BASS EXPO 2014: The session musician industry is one many people would love to find their way into. If you don't fancy the idea of being tied to just one band (ie, your own), but love the idea of stretching your wings and playing with multiple artists, session work is for you.
That said, it's a hard nut to crack: there are endless amounts of incredible players all trying to get hired, so you need to be on your A game in every way. Understanding good self-promotion, industry etiquette, networking without being pushy... these are things you will need to learn in order to get regular work - be that live or in the studio.
Lee Pomeroy has spent years learning such skills. A master bassist who has recently been voted Best Bass Player of 2013 by the Classic Rock Society, Pomeroy has shared the stage with the likes of Take That, Robbie Williams, and Steve Hackett. A multi-instrumentalist, he writes music for TV and film, too, and is soon to be branching out into writing for other musicians.
If you're a bass player - or any musician, really - looking to break into the session musician world, Pomeroy's sage words will give you a head start.
You're a multi-instrumentalist and top UK session musician. How did you get into this line of work?
"It sounds corny, but it's just lots of hard work. Firstly, it was a lot hours of practise and then building a repertoire and a reputation from lots of gigs. I've done all sorts of gigs from folk, jazz, blues, pop, rock, dance, trip-hop, jungle... All to get experience and to learn how to play in different styles. I had a ball doing it too and I still go out and do pub gigs when I'm not on tour. Basically, if you do a good job and are easy to get along with, people will re-hire you and also recommend you for other work."
You play keyboard as well as guitar, but bass seems to be your main instrument. What do you find so special about bass?
"Ah, well, bass is power! The bass can turn a G major chord into an E minor7 just by dropping from G to E. Plus it holds the groove and sometimes the harmony, and it can make people want to dance. You can make the music push forward or lay back and I love having that power.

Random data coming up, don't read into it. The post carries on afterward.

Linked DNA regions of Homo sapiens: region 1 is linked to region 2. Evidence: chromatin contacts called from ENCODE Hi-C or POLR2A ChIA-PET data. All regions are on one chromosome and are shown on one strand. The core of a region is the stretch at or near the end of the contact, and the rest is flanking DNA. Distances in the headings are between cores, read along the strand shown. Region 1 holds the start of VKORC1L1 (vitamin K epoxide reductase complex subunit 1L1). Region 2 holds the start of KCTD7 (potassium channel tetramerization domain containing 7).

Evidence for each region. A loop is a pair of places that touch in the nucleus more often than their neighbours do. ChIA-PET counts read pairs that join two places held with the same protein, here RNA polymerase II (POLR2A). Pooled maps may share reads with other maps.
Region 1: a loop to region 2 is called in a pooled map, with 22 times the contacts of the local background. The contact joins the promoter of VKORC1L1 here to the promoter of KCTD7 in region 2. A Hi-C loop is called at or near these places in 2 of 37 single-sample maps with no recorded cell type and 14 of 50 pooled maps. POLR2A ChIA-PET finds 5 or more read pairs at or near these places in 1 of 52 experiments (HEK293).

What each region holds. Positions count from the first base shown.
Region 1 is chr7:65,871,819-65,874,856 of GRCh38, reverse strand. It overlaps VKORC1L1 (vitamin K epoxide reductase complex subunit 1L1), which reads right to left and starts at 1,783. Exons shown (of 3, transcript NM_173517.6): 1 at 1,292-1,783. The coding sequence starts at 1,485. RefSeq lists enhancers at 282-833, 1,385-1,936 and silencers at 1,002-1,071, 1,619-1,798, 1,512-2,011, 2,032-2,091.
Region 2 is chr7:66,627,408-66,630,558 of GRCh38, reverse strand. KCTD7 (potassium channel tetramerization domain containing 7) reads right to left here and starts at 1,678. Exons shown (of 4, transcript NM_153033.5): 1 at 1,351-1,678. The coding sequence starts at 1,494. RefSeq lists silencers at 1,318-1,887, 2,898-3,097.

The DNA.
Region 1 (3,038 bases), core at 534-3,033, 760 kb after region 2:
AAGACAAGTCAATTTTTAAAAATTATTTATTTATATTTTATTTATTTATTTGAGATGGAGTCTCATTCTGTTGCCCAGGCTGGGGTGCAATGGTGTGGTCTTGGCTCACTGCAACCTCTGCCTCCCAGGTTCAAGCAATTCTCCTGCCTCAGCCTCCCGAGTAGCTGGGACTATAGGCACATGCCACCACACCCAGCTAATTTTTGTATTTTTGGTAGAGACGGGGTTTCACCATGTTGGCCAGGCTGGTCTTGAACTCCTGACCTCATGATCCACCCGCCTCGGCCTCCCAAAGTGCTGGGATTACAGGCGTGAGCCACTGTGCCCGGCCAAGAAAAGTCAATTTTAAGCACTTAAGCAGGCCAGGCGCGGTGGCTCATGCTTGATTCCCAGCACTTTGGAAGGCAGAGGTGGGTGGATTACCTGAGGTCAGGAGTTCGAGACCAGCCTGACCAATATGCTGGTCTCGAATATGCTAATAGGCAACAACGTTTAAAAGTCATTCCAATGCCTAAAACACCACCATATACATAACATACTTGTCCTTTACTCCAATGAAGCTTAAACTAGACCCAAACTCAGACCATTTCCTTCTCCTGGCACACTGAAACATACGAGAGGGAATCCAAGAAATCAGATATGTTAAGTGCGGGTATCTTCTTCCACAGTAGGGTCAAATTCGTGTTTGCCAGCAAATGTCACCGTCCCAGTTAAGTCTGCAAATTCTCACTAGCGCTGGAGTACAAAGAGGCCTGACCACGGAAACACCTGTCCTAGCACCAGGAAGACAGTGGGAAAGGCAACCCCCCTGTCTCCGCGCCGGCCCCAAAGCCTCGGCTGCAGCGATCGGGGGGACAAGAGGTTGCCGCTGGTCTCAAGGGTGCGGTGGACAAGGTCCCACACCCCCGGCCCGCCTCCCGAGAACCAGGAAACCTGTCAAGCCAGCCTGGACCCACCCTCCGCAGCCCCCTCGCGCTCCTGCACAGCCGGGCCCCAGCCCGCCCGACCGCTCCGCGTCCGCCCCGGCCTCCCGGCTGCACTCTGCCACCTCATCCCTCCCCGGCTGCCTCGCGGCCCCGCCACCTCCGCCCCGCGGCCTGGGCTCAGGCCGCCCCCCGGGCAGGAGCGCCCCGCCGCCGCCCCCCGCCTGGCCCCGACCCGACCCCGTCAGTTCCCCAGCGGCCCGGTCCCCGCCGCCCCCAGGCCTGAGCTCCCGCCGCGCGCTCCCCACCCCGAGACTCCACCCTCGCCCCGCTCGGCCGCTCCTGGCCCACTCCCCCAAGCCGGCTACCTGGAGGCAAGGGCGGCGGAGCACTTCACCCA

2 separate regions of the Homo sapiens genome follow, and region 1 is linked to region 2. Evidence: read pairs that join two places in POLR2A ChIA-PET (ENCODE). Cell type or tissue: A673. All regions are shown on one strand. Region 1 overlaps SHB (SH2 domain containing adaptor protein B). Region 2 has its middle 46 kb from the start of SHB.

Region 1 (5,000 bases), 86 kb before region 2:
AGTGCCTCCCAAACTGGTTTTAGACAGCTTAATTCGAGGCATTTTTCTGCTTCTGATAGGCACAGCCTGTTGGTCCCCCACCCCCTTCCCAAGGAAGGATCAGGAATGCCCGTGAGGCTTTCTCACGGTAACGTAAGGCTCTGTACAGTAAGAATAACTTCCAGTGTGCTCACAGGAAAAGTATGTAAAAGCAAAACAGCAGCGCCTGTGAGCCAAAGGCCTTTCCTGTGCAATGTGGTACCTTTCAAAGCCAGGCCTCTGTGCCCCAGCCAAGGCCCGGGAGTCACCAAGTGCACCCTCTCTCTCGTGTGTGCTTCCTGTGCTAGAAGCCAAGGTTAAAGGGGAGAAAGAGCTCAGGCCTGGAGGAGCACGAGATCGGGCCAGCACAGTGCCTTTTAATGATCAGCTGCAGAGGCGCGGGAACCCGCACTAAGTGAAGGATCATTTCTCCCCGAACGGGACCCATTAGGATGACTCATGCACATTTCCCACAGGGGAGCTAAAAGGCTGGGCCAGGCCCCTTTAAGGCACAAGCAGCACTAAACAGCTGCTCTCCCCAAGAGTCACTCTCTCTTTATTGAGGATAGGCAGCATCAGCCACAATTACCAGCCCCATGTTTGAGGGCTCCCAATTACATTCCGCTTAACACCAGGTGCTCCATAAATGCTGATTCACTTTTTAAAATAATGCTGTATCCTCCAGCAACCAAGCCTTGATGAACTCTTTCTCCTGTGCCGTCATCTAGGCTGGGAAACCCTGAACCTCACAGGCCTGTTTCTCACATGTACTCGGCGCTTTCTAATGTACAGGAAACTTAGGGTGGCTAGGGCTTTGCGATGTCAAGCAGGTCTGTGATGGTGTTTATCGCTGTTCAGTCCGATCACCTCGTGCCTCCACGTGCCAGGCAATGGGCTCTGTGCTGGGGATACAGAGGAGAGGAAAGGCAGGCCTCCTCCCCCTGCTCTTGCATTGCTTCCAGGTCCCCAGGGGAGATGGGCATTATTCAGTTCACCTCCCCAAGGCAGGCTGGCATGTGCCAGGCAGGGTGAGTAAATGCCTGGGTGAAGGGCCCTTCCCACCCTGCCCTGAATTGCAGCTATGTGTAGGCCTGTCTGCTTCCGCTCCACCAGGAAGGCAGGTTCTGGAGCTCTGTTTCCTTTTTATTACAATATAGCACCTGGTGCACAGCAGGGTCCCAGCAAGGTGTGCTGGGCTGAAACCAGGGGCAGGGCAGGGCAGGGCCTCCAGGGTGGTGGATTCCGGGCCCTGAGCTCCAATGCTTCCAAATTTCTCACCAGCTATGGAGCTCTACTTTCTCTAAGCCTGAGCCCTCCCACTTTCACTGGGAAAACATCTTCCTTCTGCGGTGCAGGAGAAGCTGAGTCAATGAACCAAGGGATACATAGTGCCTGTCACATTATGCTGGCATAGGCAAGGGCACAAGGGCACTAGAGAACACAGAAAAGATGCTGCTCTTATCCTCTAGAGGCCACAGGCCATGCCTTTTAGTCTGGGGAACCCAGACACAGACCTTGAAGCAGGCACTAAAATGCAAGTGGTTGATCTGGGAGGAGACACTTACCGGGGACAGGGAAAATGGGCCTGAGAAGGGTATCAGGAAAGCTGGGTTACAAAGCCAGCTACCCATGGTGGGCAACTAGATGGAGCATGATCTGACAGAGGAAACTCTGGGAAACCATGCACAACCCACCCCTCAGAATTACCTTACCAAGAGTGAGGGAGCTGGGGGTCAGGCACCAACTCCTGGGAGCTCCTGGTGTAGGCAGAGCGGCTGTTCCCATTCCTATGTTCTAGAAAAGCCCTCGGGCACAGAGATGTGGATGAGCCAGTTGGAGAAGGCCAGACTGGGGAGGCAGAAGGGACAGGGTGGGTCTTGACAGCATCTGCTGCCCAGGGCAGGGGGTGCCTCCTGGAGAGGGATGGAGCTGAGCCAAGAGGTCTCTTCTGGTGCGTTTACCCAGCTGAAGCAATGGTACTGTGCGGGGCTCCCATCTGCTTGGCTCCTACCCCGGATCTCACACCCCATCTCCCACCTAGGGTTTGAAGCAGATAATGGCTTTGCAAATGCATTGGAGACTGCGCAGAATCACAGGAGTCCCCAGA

"Chris Squire [Yes] was the first bass player I heard who really made the bass stand out and showed how powerful it could be. He could alter the groove and the harmony at the same time and I found that really exciting when I first heard it. It still excites me to this day. It was his sound that really got me, though - that massive grinding bass tone he had blew my mind."
"It's all very well being the best player with the biggest chops, but if no-one can stand being in a room with you, you're in trouble"
You're one of the most in-demand session bassists in the industry. Aside from playing skill, what qualities do you think helped you arrive at such an esteemed position?
"It's all because I'm a cheeky, cockney geezer! I think it's a lot of work and little bit of luck. I've always had a good work ethic and a can-do approach to music and that seems to stand me in good stead. Also, I think being able to sing is a real added extra. I know lots of really wonderful musicians who don't sing and I think they're missing out a bit.
"The reason I got the Take That gig was as much because I could do good backing vocals as well as play bass. So it can definitely be an asset. I also play guitar, keys and some drums, too, and I'll happily dive in on another instrument if needed.
"Other important factors are simply being a nice person to be around, turning up on time, knowing what you're doing. That goes as far as anything else because it's all very well being the best player with the biggest chops, but if no-one can stand being in a room with you then you're in trouble. Put the kettle on, too - that always goes down well."
Along with your songwriting partner Martin Price, you compose music that has found its way into TV and film. Do you write to a certain brief for such projects? How does it work?
"Mostly it will be to a brief that is provided by a production company, publisher or ad agency. Sometimes they will have no idea what they're after, so we ask them to provide some graphics or a storyboard and then we can start writing music to fit the pictures we see."
What are the pros and cons of writing music that has been commissioned by a film/TV company?
"The pros are many, the cons are few. Music is its own reward for a start, so I find writing absolutely joyous. The creative process is something I've always enjoyed and when you do write something that the publisher or TV company love, it's a fantastic feeling. It's also still a nice buzz to see your bit of music come up on the TV while you're having your egg and chips. The only cons are if the brief for the music keeps changing, you can end up feeling confused as to what the client actually wants. But that tends to get sorted out in the end."